Research: When Praising the Competition Benefits Your Brand

Research: When Praising the Competition Benefits Your Brand

by Bloomberg Stocks
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When it comes to engaging with competitors, most brands take an antagonistic approach — think the age-old rivalry between Coke and Pepsi, or the memorable “Mac vs. PC” ads. However, new research suggests that praising the competition can actually boost a brand’s image and profitability. For example, in one study, consumers who saw a tweet in which KitKat praised Twix were 34% more likely to buy a KitKat in the next two weeks. This effect is driven by consumers’ perceptions of a brand’s warmth: Praising competitors makes brands seem more thoughtful, kind, and trustworthy, ultimately making consumers more likely to buy their products. Of course, this approach won’t work for every brand in every context — but the research suggests that praising the competition can substantially benefit brands, both in terms of consumers’ perceptions and bottom-line sales (not to mention the side-benefit of adding a bit of positivity to a world rife with conflict and negativity).

What’s the best way for a brand to engage with its competition? Many brands focus their marketing efforts exclusively on their own strengths rather than acknowledging competitors — and when they do talk publicly about competing brands, it’s typically to criticize them. Consider, for example, the “Mac vs. PC” TV ads that pitted a stodgy, suit-wearing PC user against a younger, hoodie-clad Mac user; the decades-long “Cola wars” between Pepsi and Coke; and today’s ongoing battles among light beers.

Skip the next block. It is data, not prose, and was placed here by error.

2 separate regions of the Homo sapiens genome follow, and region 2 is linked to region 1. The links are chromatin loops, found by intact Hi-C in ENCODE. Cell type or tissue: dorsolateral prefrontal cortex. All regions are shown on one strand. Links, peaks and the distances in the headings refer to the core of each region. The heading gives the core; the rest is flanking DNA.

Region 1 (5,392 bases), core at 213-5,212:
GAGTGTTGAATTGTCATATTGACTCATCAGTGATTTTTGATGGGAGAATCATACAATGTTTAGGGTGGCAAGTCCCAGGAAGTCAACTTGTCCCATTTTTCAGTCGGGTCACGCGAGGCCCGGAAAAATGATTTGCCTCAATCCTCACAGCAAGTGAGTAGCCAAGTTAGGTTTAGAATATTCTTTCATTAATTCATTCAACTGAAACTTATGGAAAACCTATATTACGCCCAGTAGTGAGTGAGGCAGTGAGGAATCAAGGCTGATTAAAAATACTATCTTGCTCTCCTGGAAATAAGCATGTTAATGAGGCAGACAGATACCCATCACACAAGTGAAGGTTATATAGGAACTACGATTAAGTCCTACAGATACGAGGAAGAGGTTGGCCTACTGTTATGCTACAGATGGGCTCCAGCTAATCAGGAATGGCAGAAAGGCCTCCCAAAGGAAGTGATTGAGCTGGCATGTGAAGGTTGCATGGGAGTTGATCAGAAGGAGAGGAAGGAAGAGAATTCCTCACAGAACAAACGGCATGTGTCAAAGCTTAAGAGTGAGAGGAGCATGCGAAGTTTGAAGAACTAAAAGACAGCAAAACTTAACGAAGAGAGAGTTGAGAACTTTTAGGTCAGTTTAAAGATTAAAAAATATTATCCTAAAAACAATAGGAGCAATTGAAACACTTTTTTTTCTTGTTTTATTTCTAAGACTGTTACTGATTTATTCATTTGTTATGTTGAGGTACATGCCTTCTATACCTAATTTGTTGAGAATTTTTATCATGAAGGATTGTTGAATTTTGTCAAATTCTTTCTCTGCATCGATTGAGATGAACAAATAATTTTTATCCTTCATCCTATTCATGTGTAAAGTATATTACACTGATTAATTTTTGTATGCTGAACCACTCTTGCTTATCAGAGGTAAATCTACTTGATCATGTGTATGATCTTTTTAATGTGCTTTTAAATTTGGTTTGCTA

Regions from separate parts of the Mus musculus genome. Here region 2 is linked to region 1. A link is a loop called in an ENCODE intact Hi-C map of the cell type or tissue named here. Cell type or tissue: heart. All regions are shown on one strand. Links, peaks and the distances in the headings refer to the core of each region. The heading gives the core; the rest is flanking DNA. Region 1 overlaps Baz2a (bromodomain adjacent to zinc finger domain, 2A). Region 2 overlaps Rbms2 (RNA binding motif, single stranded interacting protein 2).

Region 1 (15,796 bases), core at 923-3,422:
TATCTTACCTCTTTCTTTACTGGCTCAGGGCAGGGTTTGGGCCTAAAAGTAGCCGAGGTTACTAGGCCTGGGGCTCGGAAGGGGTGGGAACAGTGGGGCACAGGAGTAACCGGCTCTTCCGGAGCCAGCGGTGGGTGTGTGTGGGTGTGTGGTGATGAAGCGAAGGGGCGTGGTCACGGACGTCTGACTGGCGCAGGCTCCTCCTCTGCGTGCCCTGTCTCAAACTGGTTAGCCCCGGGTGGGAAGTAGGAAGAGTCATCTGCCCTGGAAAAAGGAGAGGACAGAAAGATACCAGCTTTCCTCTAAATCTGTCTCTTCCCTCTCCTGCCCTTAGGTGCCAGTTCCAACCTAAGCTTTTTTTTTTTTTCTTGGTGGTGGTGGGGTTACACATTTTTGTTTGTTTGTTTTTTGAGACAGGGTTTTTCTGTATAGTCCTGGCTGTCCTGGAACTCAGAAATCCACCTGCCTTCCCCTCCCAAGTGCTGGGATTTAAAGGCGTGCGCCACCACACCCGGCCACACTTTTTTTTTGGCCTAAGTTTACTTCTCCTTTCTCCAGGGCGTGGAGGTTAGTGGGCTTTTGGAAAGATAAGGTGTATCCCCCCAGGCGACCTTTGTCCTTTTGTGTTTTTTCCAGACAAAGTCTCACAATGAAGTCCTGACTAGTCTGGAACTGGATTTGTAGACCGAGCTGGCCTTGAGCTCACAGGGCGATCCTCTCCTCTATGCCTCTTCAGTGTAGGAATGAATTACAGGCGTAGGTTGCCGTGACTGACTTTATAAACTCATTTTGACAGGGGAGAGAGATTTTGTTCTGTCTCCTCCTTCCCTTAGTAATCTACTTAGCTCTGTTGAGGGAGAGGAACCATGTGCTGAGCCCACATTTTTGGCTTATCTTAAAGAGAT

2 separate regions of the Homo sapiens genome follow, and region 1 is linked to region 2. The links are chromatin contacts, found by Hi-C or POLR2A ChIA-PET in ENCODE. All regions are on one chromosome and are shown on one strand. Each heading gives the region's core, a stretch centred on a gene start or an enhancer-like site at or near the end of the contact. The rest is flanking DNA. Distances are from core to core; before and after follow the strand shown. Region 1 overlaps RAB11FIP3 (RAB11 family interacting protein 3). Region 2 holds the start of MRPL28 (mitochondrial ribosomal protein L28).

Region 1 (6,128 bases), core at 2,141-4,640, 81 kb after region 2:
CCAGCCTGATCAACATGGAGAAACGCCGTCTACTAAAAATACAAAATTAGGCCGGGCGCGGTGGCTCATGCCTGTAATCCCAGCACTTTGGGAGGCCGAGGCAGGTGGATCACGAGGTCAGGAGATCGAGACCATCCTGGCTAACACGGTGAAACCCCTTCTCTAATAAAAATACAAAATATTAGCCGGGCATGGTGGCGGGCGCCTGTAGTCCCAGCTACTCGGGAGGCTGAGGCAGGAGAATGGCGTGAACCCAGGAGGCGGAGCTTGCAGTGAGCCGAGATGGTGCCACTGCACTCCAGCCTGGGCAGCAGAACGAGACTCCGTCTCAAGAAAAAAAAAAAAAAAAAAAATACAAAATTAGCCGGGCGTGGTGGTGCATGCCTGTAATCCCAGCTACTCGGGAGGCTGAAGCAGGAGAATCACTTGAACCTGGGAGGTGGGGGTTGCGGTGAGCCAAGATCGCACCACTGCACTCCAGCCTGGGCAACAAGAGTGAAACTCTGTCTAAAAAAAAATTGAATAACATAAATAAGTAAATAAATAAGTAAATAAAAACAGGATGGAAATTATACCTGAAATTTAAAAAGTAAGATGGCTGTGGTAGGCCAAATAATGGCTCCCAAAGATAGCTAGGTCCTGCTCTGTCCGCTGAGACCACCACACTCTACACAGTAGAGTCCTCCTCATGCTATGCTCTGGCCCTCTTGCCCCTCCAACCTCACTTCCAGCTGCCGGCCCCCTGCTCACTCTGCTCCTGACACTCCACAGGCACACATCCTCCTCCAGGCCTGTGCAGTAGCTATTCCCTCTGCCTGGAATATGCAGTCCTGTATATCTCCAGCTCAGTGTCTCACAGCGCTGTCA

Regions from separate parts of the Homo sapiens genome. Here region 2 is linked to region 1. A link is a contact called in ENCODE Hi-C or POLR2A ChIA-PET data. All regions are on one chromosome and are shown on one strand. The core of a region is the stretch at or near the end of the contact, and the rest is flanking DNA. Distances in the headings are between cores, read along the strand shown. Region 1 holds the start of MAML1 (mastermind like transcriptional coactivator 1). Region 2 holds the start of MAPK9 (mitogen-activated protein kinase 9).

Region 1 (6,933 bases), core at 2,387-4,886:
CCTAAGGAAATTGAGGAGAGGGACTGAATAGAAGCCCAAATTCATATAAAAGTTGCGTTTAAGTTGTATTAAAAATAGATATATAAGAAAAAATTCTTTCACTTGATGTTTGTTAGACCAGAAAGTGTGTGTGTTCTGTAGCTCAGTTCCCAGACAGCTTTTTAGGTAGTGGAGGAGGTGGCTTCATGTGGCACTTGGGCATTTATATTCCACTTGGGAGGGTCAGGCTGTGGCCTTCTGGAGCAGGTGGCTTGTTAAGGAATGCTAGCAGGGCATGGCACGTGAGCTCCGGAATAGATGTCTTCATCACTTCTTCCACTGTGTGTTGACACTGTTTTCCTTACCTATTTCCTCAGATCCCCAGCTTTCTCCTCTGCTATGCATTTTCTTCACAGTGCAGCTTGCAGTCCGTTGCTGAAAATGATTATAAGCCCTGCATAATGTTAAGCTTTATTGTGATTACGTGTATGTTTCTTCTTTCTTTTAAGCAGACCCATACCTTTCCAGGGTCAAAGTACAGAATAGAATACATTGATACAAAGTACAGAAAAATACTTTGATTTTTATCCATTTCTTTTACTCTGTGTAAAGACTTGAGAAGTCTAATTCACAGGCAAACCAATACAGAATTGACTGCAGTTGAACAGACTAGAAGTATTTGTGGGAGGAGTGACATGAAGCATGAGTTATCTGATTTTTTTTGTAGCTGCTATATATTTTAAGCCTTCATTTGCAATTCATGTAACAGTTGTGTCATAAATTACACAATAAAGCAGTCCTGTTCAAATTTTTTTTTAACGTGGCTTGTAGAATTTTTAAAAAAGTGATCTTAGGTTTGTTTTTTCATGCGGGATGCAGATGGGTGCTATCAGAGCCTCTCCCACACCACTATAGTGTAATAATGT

This approach is understandable, but it’s not the only option. For instance, PlayStation and Xbox openly congratulated Nintendo on the launch of its new Switch gaming system, Oreo shared a playful message on Twitter suggesting that KitKats were irresistible, and the New York Times even used a full-page ad to encourage readers to consult other trusted news sources. In a world where consumers are increasingly fed up with divisive, vitriolic messages, it’s no surprise that consumers might appreciate this kinder, more positive tone. But of course, the question remains: Does praising your rivals harm your own profitability, or can brands take this approach and still beat the competition?